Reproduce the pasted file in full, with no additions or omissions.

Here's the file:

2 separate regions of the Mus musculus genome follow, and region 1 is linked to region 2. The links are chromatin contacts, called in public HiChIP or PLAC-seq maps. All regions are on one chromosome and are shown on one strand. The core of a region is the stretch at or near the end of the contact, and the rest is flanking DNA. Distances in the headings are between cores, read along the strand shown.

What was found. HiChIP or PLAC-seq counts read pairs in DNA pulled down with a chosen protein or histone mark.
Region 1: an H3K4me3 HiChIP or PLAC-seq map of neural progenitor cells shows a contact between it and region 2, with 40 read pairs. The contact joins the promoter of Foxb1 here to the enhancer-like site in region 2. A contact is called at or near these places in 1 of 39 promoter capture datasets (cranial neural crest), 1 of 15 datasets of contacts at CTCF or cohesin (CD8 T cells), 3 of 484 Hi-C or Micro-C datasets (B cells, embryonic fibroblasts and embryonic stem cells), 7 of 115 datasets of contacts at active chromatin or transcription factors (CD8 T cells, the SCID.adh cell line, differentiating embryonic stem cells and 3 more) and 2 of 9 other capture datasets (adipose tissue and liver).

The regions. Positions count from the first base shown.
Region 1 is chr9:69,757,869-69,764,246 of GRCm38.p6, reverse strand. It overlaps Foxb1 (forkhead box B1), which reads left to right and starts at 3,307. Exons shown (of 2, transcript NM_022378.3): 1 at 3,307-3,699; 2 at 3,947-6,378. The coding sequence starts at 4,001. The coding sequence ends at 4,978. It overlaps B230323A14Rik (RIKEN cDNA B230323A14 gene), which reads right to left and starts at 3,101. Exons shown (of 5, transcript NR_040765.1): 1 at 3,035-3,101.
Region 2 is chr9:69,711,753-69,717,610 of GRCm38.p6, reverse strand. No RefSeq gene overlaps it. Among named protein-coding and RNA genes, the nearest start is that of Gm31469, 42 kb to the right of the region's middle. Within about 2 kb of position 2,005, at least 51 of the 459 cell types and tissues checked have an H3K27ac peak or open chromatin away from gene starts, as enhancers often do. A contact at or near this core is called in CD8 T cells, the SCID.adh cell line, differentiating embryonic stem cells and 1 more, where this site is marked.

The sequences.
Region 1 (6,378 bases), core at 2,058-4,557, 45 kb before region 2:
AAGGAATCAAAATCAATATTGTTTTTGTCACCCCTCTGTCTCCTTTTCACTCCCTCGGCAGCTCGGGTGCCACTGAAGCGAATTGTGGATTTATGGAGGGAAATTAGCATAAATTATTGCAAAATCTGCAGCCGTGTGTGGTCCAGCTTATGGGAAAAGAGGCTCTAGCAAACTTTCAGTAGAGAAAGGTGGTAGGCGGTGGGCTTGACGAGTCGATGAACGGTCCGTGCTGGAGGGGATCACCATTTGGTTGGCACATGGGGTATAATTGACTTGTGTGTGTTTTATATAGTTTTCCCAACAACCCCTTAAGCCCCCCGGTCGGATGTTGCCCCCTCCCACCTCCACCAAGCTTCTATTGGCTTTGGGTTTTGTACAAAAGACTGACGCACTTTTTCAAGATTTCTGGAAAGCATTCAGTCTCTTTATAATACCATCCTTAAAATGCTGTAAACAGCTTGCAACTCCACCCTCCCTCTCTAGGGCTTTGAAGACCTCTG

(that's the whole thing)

2 separate regions of the Mus musculus genome follow, and region 1 is linked to region 2. The links are chromatin contacts, called in public HiChIP or PLAC-seq maps. All regions are on one chromosome and are shown on one strand. The core of a region is the stretch at or near the end of the contact, and the rest is flanking DNA. Distances in the headings are between cores, read along the strand shown.

What was found. HiChIP or PLAC-seq counts read pairs in DNA pulled down with a chosen protein or histone mark.
Region 1: an H3K4me3 HiChIP or PLAC-seq map of neural progenitor cells shows a contact between it and region 2, with 40 read pairs. The contact joins the promoter of Foxb1 here to the enhancer-like site in region 2. A contact is called at or near these places in 1 of 39 promoter capture datasets (cranial neural crest), 1 of 15 datasets of contacts at CTCF or cohesin (CD8 T cells), 3 of 484 Hi-C or Micro-C datasets (B cells, embryonic fibroblasts and embryonic stem cells), 7 of 115 datasets of contacts at active chromatin or transcription factors (CD8 T cells, the SCID.adh cell line, differentiating embryonic stem cells and 3 more) and 2 of 9 other capture datasets (adipose tissue and liver).

The regions. Positions count from the first base shown.
Region 1 is chr9:69,757,869-69,764,246 of GRCm38.p6, reverse strand. It overlaps Foxb1 (forkhead box B1), which reads left to right and starts at 3,307. Exons shown (of 2, transcript NM_022378.3): 1 at 3,307-3,699; 2 at 3,947-6,378. The coding sequence starts at 4,001. The coding sequence ends at 4,978. It overlaps B230323A14Rik (RIKEN cDNA B230323A14 gene), which reads right to left and starts at 3,101. Exons shown (of 5, transcript NR_040765.1): 1 at 3,035-3,101.
Region 2 is chr9:69,711,753-69,717,610 of GRCm38.p6, reverse strand. No RefSeq gene overlaps it. Among named protein-coding and RNA genes, the nearest start is that of Gm31469, 42 kb to the right of the region's middle. Within about 2 kb of position 2,005, at least 51 of the 459 cell types and tissues checked have an H3K27ac peak or open chromatin away from gene starts, as enhancers often do. A contact at or near this core is called in CD8 T cells, the SCID.adh cell line, differentiating embryonic stem cells and 1 more, where this site is marked.

The sequences.
Region 1 (6,378 bases), core at 2,058-4,557, 45 kb before region 2:
AAGGAATCAAAATCAATATTGTTTTTGTCACCCCTCTGTCTCCTTTTCACTCCCTCGGCAGCTCGGGTGCCACTGAAGCGAATTGTGGATTTATGGAGGGAAATTAGCATAAATTATTGCAAAATCTGCAGCCGTGTGTGGTCCAGCTTATGGGAAAAGAGGCTCTAGCAAACTTTCAGTAGAGAAAGGTGGTAGGCGGTGGGCTTGACGAGTCGATGAACGGTCCGTGCTGGAGGGGATCACCATTTGGTTGGCACATGGGGTATAATTGACTTGTGTGTGTTTTATATAGTTTTCCCAACAACCCCTTAAGCCCCCCGGTCGGATGTTGCCCCCTCCCACCTCCACCAAGCTTCTATTGGCTTTGGGTTTTGTACAAAAGACTGACGCACTTTTTCAAGATTTCTGGAAAGCATTCAGTCTCTTTATAATACCATCCTTAAAATGCTGTAAACAGCTTGCAACTCCACCCTCCCTCTCTAGGGCTTTGAAGACCTCTG